Patrick Murphy, Esq.
The Urban Renewal process and the use of eminent domain power in
Maryland has had a slow evolving history. That said, the future
demands continuing redevelopment of blighted areas utilizing the
condemnation as well as faster and more modern mediation
Any observant commuter driving from Towson to Mount Vernon in the
past decade noticed the prevalence of unrealized development
possibilities, resulting from under-utilized or deteriorated
quality brick and stone structures. The miasma of dejection,
listlessness and lack of opportunity seeps from sidewalk to
sidewalk between littered streets and forgotten homes. So it
might surprise the observer to learn that quasi-intellectual
plans for revamping the mid-town district have existed in a
nominal legal and statutory form for almost 25 years.
The Urban Renewal process of land re-development in previous
moderate to high-density land use areas, began an intense phase
in the late 1940s and continued at least through the 1980s. Often
manifested in part by exerting the eminent domain power, it had a
major impact on the landscape of many cities. This process is
expected to continue well into the 21st century. It has played an
important role in wordlwide metropolitcan history and demography.
City planners like Georges-Eugène Haussmann of Paris and New York
City’s Robert Moses conceived such controversial revisions (often
by condemnation) of real property arrangements as a step towards
remedying the post-Industrial Revolution crises of deficient slum
housing and blighted or underutilized commercial manufacturing
During the mid-to-late 1900s, Baltimore City invoked the Fifth
Amendment’s Takings Clause (as reflected in Md. Code Annotated,
Real Property Title 12, Article XI-B) to achieve high-profile
schemes like the Inner Harbor and the Charles Street
redevelopment not to mention less celebrated undertakings like
high-rise public housing. The Maryland General Assembly attempted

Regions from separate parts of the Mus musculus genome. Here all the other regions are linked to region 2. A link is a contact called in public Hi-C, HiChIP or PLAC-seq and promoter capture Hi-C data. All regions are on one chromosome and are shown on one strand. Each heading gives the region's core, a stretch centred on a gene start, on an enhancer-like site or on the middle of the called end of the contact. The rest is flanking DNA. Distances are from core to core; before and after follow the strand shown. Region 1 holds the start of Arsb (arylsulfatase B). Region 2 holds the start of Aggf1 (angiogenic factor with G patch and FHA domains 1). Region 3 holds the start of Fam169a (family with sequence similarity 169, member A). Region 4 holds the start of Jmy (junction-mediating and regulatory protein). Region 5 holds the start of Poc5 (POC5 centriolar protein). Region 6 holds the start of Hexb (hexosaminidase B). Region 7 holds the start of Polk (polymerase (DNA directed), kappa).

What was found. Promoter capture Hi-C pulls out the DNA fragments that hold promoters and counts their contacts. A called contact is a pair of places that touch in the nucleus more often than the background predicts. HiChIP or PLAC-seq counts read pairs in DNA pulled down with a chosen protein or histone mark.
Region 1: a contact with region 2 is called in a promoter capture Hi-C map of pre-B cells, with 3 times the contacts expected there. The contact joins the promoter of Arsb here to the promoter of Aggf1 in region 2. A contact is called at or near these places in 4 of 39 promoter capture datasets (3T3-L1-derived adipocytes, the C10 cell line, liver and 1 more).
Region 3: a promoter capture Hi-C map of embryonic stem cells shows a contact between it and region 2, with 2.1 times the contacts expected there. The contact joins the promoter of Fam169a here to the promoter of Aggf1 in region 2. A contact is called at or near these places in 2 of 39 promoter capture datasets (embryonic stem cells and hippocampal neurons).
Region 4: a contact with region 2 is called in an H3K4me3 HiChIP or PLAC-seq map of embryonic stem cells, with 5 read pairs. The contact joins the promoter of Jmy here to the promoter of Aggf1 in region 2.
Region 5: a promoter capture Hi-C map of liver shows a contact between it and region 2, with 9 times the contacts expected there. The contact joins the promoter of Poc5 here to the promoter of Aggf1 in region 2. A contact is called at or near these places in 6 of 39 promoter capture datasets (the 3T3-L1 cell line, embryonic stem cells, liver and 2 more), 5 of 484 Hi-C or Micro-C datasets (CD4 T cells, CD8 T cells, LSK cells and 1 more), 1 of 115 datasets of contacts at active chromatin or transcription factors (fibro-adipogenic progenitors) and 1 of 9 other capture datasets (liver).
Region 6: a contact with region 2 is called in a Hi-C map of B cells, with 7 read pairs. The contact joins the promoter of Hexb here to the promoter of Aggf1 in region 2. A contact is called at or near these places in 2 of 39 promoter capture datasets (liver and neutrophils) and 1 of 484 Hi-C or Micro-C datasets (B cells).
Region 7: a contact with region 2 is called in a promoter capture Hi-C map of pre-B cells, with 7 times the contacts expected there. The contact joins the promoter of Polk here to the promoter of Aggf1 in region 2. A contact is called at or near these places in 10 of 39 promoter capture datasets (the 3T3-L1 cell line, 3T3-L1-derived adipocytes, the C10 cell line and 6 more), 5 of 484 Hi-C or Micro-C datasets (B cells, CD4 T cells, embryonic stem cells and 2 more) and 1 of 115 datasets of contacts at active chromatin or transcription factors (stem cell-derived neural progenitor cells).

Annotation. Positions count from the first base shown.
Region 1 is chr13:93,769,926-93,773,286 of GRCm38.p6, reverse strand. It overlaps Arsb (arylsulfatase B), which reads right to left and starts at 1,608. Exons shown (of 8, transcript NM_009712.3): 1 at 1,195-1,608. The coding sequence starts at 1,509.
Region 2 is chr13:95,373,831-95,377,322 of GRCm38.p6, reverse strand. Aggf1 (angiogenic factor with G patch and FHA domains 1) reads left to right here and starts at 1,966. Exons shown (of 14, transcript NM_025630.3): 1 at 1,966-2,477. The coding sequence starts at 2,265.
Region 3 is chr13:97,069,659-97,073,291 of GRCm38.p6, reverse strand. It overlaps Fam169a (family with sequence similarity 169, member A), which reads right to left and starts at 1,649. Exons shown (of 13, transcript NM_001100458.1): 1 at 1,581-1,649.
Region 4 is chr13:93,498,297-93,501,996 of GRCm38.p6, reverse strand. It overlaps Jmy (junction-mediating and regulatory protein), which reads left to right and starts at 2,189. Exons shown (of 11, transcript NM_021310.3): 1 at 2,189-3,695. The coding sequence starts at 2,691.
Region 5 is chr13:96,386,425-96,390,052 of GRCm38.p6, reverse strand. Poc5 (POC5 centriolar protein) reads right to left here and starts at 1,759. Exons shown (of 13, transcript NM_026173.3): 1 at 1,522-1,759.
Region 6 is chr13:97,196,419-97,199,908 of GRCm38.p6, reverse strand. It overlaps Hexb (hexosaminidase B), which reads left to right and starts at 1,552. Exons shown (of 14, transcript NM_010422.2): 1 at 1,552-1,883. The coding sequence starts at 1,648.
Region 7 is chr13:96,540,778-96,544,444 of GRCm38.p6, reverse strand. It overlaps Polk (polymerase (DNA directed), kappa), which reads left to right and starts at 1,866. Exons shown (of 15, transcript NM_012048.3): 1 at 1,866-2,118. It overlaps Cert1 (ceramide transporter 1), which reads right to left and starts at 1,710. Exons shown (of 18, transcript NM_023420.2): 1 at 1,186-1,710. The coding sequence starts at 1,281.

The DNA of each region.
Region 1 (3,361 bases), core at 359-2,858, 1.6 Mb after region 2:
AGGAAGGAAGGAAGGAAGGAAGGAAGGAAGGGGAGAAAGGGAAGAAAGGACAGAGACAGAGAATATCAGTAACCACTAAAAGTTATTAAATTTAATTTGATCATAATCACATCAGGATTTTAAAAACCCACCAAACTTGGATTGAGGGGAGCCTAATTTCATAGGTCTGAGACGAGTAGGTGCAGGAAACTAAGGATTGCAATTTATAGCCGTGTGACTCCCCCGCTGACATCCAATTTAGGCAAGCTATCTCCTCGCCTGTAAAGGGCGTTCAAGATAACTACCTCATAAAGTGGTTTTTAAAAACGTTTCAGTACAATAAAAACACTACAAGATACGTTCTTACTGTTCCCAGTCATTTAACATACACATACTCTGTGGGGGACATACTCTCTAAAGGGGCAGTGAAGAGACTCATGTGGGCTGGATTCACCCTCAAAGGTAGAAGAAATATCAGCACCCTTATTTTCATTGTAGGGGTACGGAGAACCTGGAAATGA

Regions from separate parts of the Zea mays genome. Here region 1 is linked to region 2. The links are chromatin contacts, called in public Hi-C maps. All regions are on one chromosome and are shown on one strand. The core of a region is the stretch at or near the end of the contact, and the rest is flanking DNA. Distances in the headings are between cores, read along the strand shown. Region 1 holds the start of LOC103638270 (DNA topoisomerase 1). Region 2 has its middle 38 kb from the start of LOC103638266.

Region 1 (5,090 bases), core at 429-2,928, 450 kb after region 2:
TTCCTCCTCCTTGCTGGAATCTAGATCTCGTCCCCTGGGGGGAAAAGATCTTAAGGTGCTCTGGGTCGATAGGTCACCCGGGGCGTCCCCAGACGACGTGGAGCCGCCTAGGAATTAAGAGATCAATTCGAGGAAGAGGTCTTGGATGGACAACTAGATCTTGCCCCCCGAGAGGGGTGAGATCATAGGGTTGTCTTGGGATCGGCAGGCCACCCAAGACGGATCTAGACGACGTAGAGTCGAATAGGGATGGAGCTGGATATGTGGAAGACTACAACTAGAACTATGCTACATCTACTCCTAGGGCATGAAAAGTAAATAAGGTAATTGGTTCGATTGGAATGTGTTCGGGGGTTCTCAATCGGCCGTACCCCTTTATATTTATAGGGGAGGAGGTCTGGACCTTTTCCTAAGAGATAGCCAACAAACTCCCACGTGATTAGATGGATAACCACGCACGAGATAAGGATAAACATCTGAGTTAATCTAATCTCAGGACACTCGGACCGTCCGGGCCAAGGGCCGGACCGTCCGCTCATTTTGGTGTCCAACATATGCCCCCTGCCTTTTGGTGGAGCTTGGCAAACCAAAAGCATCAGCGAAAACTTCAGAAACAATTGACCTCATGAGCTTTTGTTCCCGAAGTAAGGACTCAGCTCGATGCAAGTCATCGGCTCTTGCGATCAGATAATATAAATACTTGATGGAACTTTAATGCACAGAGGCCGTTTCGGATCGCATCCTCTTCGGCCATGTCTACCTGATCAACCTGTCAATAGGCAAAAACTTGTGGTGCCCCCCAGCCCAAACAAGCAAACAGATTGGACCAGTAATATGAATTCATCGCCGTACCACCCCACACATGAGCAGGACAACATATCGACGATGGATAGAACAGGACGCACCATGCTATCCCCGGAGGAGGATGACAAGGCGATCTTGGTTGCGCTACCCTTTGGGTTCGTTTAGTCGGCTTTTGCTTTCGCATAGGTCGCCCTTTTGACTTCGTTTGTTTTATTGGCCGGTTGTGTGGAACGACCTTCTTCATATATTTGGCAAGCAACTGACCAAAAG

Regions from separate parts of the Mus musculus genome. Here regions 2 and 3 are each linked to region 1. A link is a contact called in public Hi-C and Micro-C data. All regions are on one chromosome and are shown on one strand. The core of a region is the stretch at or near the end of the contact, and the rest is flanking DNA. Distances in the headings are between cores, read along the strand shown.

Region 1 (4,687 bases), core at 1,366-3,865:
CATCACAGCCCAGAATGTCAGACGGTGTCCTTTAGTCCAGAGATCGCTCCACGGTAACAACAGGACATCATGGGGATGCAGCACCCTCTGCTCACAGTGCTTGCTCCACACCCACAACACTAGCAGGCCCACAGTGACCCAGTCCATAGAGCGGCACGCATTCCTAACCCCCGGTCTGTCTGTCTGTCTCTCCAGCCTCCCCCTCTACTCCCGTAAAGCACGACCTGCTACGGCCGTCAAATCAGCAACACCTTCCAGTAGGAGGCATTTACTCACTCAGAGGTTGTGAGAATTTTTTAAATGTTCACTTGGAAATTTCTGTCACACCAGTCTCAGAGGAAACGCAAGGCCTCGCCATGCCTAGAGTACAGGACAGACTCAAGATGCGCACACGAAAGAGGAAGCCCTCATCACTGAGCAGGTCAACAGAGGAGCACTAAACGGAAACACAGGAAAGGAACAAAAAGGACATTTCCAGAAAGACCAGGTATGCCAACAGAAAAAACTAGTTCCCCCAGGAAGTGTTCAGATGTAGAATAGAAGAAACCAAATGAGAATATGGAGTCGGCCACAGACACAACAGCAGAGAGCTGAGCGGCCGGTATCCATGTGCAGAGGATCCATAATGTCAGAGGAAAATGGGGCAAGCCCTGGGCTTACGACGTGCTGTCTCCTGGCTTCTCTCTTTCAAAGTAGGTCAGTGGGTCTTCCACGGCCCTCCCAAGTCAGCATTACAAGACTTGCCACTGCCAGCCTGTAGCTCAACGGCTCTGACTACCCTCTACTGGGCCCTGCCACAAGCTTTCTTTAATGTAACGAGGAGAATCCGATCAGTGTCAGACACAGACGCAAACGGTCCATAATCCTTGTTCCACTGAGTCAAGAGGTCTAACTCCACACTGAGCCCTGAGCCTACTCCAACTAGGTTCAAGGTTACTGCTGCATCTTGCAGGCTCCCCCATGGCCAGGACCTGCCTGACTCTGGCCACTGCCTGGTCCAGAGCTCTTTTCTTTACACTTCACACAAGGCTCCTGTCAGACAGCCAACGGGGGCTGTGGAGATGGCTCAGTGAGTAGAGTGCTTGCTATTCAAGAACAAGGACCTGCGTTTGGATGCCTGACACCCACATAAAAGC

to promote healthy community regeneration through Baltimore
Public Local Laws §§ 21-16 and 17, authorizing “Quick-take”
condemnations, i.e. immediate taking and possession for a public
use. Two Maryland Court of Appeals decisions— Baltimore City v.
George Valsamaki et al, 397 Md. 222, 916 A.2d 324 (2007), and
Sapero v. Mayor & City Council 398 Md. 317, 920 A.2d 1061 (2007)—
recently examined Charm City’s compliance with constitutional Due
Process requirements including the providing of notice and the
conducting of expedited hearings. The Court concluded Baltimore’s
process fell short.
In effect, the Valsamaki and Sapero opinions (both written by
Judge Dale Cathell) held that before evicting the rightful owners
from their homes and businesses, the City had to prove the
existence of some exigency, requiring such prompt action. As
used, “Quick-take” violated the owners’ due process rights,
because it denied them the opportunity to conduct discovery
necessary for the preparation of their hearing if they wanted to
challenge the taking.
Since the 1970s, owners of condemned property have sometimes
demanded jury trials on the issue of Just Compensation. In order
for compensation to be just, fair value must be paid as
determined by the higher of the two independent appraisal
affidavits. Such affidavits are required by § 21-16, which the
City must submit with its Petition for Immediate Possession.
Attorneys who litigate the issue of just compensation can usually
persuade a jury to increase the amount due, by presenting
comparable sales and their own professional appraisals. In its
amicus brief to the Supreme Court in Kelo v. City of New London,
545 U.S. 469 (2005), the American Planning Association recognized
the potential for an “extreme holdout problem” and that
condemnation is a necessary remedy.
Baltimore’s planning for the Charles North Revitalization Area
began in 1982, when the Mayor and City Council approved Ordinance
No. 82-799, establishing the Charles North Urban Renewal Plan,
the situs of the properties at issue in Valsamaki and Sapero.
Given the delay perception, stemming from the quarter-century
duration of the process in the case, the Court did not accept the
appellant’s attempt to place the burden of showing the
non-necessity of a “Quick-take” acquisition suit on the objector.
Instead the burden was placed on the municipality. Additionally,
the Court distinguished the cases involving so-called regular
condemnation pursuant to the Maryland Constitution, Article III §
40 from those utilizing quick-take. The Court (in Valsamaki)
deplored the possibility that the municipality could use the
“Quick-take” procedure “purely in order to gain litigation
On a positive note, the Baltimore City Law Department has
recently consented to non-binding mediation for condemnations in
Charles North and the Superblock in West Baltimore’s retail
district. With the consensus-building skills of such mediators
like retired affiliates of the Maryland Judiciary, the
optimistic and professional designs of City agencies such as the
Department of Planning and the Baltimore Development Corporation
re-development will proceed more efficiently by eliminating
litigation. Re-development should continue to progress.